Flip It and Reverse It
TL;DR - Reverse the feed - Load refreshed content differently.
Estimated read time: 5 mins. Estimated time to understand this post: 10 mins.
Let me start off by saying, I use the words “Top, down, bottom, up, refresh, update” a lot here. It can get a bit confusing but I guess read slowly.
Recently, for one reason or another, my eyes have been hypersensitive to movement and light. I’ll assume it’s because I’ve been using f.lux for casual web-browsing and not the acute slant of my asian eyes. Basically, I’ve been noticing the way we browse our feed and how it doesn’t really make sense…Let me make my case with the Tumblr app.
We read text or view images from top to bottom, so consuming our feed is natural in the current state of things (the feed today is ordered in reverse chronology). But once we’ve exhausted the content of the feed, to refresh, we must (on the tumblr app and probably most apps) double tap the home button or scroll up to the top. Once there, we pull to refresh. Then we’re auto-scrolled to the absolute top of the screen where we see the most recent post. To continue browsing the newly refreshed contents, we go down again (like what we did in the beginning).
This set of actions can be broken down like this:
1. Go down to browse
2. Go up to refresh
4. Update takes you to the absolute top
Visually this is what your feed is doing. (Don’t worry it’s a little confusing to follow this GIF cause it’s slower than how we actually use it, but this is for real what we’re doing)
The problem here is that we often don’t notice, or we forgive too easily if we do notice, how many different eye and screen movement it takes to browse a feed. But this browsing habit can be simplified. A solution would be to reduce the movement to only one direction.
Which leads me to my first solution.
Solution A’s set of browsing actions is this:
1. Go down to browse
2. Go up to browse/refresh
4. Load content but don’t push the user to the absolute top (Instead, crop the screen with newer content above the viewport)
Repeat 2-4 (You don’t need step one now because you don’t need to scroll down to browse content already seen)
In action, Solution A would look something like this:
By not allowing the app to auto-scroll you to the absolute top after a refresh it forces the user to manually scroll up themselves. By manually scrolling up to view unseen content, it encourages the user to browse the feed in one direction, in this case, up.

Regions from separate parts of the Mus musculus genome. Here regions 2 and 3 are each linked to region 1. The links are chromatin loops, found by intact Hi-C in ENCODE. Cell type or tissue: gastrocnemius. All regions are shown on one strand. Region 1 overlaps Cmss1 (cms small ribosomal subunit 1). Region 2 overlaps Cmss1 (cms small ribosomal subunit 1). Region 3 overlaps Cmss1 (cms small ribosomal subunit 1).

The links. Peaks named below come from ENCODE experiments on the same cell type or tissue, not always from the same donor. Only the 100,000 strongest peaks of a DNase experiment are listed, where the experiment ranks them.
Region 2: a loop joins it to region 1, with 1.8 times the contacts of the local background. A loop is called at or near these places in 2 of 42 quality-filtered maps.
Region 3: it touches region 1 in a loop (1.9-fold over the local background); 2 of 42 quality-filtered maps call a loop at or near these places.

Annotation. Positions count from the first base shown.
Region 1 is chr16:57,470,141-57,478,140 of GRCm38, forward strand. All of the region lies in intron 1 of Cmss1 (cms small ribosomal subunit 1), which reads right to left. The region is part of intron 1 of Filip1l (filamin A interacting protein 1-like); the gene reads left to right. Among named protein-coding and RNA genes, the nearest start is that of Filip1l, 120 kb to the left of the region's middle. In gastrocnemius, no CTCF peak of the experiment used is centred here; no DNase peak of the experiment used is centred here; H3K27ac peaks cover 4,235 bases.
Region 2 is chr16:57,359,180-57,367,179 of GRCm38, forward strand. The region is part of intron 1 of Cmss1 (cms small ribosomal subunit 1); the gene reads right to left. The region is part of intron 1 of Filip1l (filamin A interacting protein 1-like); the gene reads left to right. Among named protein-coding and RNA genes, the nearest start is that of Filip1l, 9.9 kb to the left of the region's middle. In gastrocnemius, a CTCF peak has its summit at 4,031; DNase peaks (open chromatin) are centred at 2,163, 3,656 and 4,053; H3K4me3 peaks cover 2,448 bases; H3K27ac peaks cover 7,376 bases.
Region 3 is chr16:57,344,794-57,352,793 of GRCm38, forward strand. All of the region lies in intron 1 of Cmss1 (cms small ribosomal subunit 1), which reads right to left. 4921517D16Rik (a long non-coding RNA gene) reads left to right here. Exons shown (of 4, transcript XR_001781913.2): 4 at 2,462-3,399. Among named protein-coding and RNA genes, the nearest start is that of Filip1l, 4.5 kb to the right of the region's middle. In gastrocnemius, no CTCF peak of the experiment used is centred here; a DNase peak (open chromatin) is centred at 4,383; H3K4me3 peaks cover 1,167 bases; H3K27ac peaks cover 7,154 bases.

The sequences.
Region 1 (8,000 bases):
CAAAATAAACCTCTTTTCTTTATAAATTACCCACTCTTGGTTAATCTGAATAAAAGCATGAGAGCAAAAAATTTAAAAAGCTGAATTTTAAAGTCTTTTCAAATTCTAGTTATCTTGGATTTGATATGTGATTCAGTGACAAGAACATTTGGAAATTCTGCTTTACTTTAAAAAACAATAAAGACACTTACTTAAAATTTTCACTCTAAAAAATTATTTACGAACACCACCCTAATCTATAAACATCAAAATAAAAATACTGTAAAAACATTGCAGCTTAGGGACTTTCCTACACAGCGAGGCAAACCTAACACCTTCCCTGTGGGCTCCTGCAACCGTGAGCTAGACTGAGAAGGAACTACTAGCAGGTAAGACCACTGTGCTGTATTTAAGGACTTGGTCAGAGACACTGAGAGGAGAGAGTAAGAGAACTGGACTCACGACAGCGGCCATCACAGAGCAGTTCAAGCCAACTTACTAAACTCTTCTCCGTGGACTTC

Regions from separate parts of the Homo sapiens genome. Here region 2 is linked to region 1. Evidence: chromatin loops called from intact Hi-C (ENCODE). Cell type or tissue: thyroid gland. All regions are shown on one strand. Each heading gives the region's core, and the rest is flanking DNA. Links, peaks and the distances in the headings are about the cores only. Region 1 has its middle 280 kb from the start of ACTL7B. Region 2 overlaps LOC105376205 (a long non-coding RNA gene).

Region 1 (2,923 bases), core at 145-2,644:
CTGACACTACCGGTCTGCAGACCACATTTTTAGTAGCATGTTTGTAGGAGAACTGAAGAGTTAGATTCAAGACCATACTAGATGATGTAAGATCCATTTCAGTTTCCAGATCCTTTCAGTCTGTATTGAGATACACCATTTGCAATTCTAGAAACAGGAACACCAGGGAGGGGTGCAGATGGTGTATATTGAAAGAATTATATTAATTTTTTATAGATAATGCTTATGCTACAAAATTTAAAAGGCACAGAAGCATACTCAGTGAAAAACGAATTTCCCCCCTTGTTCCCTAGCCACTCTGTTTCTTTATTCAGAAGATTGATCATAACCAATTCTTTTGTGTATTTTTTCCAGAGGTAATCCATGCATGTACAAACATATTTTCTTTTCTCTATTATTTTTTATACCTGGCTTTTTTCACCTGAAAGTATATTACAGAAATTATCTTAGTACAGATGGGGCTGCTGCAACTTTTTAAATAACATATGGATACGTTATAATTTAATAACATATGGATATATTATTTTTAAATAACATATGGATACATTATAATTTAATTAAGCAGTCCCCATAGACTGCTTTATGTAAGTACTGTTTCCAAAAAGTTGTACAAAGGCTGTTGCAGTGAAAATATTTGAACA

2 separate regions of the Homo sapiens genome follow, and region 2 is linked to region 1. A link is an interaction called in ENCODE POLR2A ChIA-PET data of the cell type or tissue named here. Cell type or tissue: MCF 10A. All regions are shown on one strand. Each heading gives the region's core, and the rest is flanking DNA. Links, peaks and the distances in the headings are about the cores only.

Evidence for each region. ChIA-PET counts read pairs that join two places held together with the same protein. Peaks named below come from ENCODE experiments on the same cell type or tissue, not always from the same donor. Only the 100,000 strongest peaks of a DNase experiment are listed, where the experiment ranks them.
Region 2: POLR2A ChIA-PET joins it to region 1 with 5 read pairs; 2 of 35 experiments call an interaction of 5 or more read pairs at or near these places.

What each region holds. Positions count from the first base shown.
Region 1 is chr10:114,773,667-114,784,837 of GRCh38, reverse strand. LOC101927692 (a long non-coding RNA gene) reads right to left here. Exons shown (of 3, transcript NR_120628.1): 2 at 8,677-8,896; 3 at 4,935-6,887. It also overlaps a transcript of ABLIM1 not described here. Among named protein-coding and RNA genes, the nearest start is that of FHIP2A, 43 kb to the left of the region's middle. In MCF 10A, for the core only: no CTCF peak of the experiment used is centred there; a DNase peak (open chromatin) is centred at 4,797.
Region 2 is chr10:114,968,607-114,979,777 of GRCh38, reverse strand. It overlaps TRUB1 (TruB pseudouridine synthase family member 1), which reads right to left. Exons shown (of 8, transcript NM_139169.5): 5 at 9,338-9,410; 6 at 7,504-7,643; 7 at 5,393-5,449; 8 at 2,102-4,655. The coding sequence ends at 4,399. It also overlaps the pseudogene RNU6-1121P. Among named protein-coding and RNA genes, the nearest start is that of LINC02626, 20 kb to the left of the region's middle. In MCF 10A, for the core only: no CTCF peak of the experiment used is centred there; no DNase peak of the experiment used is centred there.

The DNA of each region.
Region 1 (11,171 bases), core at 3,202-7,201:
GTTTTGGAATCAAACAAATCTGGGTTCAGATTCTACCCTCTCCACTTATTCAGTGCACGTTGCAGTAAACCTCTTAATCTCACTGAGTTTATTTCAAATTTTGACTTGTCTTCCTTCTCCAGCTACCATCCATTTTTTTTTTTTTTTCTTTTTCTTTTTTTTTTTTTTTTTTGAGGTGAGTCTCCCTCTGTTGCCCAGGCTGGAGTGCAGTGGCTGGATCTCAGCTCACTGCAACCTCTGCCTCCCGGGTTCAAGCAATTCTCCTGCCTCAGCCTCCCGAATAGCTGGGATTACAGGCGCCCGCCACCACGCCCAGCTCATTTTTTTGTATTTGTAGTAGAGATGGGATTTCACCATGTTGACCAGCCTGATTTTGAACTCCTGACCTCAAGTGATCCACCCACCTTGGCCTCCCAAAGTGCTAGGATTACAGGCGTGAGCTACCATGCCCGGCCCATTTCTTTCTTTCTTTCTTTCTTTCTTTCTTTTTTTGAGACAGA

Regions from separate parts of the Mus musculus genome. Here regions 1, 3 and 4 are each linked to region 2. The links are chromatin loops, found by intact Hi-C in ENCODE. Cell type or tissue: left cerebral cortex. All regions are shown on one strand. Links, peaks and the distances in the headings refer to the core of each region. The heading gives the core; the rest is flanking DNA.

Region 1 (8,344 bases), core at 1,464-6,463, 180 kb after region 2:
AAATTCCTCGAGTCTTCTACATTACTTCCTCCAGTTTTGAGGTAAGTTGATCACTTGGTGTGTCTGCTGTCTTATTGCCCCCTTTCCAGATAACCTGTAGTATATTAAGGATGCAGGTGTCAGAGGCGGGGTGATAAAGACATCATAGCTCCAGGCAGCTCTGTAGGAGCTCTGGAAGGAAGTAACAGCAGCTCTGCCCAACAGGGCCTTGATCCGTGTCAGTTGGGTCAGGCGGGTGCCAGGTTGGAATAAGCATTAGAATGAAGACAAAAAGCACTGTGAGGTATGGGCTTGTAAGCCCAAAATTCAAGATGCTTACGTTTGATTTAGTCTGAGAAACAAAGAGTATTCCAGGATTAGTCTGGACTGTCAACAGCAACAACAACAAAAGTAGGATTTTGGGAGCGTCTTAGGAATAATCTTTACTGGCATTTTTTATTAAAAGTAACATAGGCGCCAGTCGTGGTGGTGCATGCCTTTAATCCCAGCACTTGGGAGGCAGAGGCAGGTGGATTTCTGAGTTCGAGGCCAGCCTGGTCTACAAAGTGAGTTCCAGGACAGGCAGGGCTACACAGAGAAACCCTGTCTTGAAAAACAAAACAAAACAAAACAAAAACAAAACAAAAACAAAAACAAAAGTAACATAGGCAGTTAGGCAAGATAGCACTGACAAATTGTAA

But Solution A isn’t exactly correct just yet. It has a huge usability problem. To my earlier point of how we read content (top - down). When we scroll up to see new content, each post is coming into view from the top (which means we’re seeing the bottom of each post first).
The flaw here is that we have to mentally log each post from the bottom-up • then • read • each individual post top-down. This would get old and annoying real quick.
Also we can remove step one of Solution A which is the first downward direction of browsing the initial content.
By the way, Solution A is what the Twitter App does.
But the key to a better solution can be found in this Missy Elliot Song
All we have to do is flip it and reverse it.
The actual way to solve this is to order the feed in chronological order (newest at the bottom and oldest at the top). By ordering the feed this way, the user can scroll down to browse • and • scroll down further to refresh and browse again. In one direction.
The breakdown of Solution B is this:
1 Go down to browse / refresh
And this is what it looks like when you apply it:
IMHO: I think this makes the feed lighter, and I’m pretty sure this can be applied to most feeds. (Sup Twitter)
I know this sounds a little confusing but it’s really not.
The point of this is to simplify eye and screen movement when we’re browsing the feed. It’s a minute detail that can be arguably trivial. But, in my defense as a designer, these are the details we live for. And besides bro, we’ve had bigger discussions about more trivial design shit than just basic eye and screen movement.
Also… this idea can only work on mobile since the device is more forgiving of content orientation. Reversing the feed will probably fail on a tablet and definitely fail on the desktop due to it’s more traditional top-down orientation.
Also tumblr app, no hate over here, just sayin’